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Statements and speeches Office of the High Commissioner for Human Rights

World Press Freedom Day: journalists the “ultimate allies in human rights”

03 May 2024

Delivered by

Volker Türk, UN High Commissioner for Human Rights



When I think of the values of journalism, I think of trust, truth and integrity. 

I think of the countless, fearless individuals daring to question.

Daring to challenge power, risking their lives to document atrocities, corruption and crime, and to stand up against oppression.

2023 marked one more devastating year for journalism.

71 journalists and media workers were killed.

It was a year characterised - again - by impunity. Only 13% of the murder cases have been investigated. 

And 320 journalists and media workers were imprisoned, the highest number ever. 

When we lose a journalist, we lose our eyes and ears to the outside world. We lose a voice for the voiceless. 

We lose, in fact, a human rights defender.

World Press Freedom Day was established to celebrate the value of truth and to protect the people who work courageously to uncover it.

We are marking it this year in an era of acute global turmoil and the profound fragmentation and polarisation of humanity. 

Conflict is boiling over in many places - from Myanmar, to Sudan, Ukraine, Gaza and several other parts of the world - causing intolerable human suffering.

Disinformation is infecting our media and digital landscapes, fuelling hate and division. 

And as climate change batters our fragile planet, the lives and livelihoods of future generations are under the gravest threat this world has ever known.

This year, World Press Freedom Day centres on journalism in the face of the environmental crisis.  

I honour the journalists around the world who are working to hold polluters accountable for the damage and the devastation.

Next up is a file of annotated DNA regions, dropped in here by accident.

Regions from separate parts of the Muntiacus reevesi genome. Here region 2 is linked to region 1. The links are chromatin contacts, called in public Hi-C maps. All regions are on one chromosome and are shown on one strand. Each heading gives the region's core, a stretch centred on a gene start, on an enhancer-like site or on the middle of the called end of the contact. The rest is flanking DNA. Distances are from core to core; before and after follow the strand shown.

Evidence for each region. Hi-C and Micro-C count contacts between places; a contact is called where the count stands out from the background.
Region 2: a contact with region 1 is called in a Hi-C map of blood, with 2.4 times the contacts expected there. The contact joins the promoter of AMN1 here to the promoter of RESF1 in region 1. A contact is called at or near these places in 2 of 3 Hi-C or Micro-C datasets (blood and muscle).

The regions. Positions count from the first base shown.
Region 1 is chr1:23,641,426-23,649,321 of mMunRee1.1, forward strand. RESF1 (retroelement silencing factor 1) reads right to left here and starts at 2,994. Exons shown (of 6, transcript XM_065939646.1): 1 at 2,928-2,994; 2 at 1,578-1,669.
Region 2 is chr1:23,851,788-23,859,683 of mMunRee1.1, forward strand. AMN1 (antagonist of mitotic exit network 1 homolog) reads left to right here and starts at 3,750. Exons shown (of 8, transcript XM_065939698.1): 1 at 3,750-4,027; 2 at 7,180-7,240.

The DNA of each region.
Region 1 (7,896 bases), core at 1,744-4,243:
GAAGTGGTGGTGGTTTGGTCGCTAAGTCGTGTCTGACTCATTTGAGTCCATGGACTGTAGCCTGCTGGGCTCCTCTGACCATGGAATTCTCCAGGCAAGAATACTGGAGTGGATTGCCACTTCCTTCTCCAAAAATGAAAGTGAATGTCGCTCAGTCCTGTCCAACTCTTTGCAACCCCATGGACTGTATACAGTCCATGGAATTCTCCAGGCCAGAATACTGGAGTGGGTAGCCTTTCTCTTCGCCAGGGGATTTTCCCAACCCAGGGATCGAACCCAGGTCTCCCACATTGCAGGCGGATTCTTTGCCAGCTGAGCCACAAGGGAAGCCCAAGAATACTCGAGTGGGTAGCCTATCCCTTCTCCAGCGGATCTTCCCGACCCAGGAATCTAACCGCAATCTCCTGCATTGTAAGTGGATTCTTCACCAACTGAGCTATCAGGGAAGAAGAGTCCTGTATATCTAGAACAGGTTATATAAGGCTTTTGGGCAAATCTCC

They are driving open debate and critical thinking. 

And by separating facts from lies and propaganda, they are pushing for evidence-based policy decisions on the climate crisis that the world so urgently needs.

Their work is fundamental to trigger change, yet it can also be dangerous. 

Particularly if they are perceived to hamper the economic interests of the powerful actors engaged in harmful or illegal environmental activities. 

Environmental journalists need stronger commitments from their governments and their employers to protect them.  

Better and safer working conditions. 

An expanded media space for coverage on environmental issues.

And the right to work free from attacks, hate campaigns, and physical and legal harassment. 

The dramatic consequences of inertia and inaction on the climate crisis are unfolding as we speak. 

This doesn’t have to be the case.

We need independent, ethical and quality journalism perhaps now more than ever. On the climate crisis – and on all crises - journalists serve as the ultimate allies in human rights. Because in their pursuit of facts, evidence and accountability, we have one of our best hopes to build societies based on truth and trust.